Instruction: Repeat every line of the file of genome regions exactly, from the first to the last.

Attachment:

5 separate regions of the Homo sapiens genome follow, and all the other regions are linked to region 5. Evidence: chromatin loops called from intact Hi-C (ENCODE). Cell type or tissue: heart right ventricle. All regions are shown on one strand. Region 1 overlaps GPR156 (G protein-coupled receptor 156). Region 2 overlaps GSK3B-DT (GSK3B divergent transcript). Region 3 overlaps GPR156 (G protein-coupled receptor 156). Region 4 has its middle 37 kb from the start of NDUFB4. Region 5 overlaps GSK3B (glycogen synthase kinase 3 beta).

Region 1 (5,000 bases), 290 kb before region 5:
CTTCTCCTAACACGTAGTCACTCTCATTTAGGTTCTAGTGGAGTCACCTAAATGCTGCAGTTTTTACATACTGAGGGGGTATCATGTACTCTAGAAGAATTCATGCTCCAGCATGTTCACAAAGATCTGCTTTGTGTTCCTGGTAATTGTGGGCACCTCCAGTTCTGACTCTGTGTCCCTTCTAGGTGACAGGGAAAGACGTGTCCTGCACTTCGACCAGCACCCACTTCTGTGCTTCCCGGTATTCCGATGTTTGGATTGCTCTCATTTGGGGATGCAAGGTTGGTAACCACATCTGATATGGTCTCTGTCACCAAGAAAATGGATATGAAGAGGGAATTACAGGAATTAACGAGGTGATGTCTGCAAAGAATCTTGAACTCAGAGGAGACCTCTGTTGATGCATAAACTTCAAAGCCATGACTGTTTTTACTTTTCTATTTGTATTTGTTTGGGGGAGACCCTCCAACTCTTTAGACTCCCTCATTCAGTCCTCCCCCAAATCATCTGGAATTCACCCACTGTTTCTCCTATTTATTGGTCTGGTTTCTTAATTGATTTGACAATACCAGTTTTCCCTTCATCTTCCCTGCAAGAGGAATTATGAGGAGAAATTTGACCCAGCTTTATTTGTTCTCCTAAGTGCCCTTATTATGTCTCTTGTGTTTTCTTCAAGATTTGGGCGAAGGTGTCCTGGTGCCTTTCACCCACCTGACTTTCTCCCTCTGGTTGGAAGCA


5 separate regions of the Homo sapiens genome follow, and all the other regions are linked to region 5. Evidence: chromatin loops called from intact Hi-C (ENCODE). Cell type or tissue: heart right ventricle. All regions are shown on one strand. Region 1 overlaps GPR156 (G protein-coupled receptor 156). Region 2 overlaps GSK3B-DT (GSK3B divergent transcript). Region 3 overlaps GPR156 (G protein-coupled receptor 156). Region 4 has its middle 37 kb from the start of NDUFB4. Region 5 overlaps GSK3B (glycogen synthase kinase 3 beta).

Region 1 (5,000 bases), 290 kb before region 5:
CTTCTCCTAACACGTAGTCACTCTCATTTAGGTTCTAGTGGAGTCACCTAAATGCTGCAGTTTTTACATACTGAGGGGGTATCATGTACTCTAGAAGAATTCATGCTCCAGCATGTTCACAAAGATCTGCTTTGTGTTCCTGGTAATTGTGGGCACCTCCAGTTCTGACTCTGTGTCCCTTCTAGGTGACAGGGAAAGACGTGTCCTGCACTTCGACCAGCACCCACTTCTGTGCTTCCCGGTATTCCGATGTTTGGATTGCTCTCATTTGGGGATGCAAGGTTGGTAACCACATCTGATATGGTCTCTGTCACCAAGAAAATGGATATGAAGAGGGAATTACAGGAATTAACGAGGTGATGTCTGCAAAGAATCTTGAACTCAGAGGAGACCTCTGTTGATGCATAAACTTCAAAGCCATGACTGTTTTTACTTTTCTATTTGTATTTGTTTGGGGGAGACCCTCCAACTCTTTAGACTCCCTCATTCAGTCCTCCCCCAAATCATCTGGAATTCACCCACTGTTTCTCCTATTTATTGGTCTGGTTTCTTAATTGATTTGACAATACCAGTTTTCCCTTCATCTTCCCTGCAAGAGGAATTATGAGGAGAAATTTGACCCAGCTTTATTTGTTCTCCTAAGTGCCCTTATTATGTCTCTTGTGTTTTCTTCAAGATTTGGGCGAAGGTGTCCTGGTGCCTTTCACCCACCTGACTTTCTCCCTCTGGTTGGAAGCA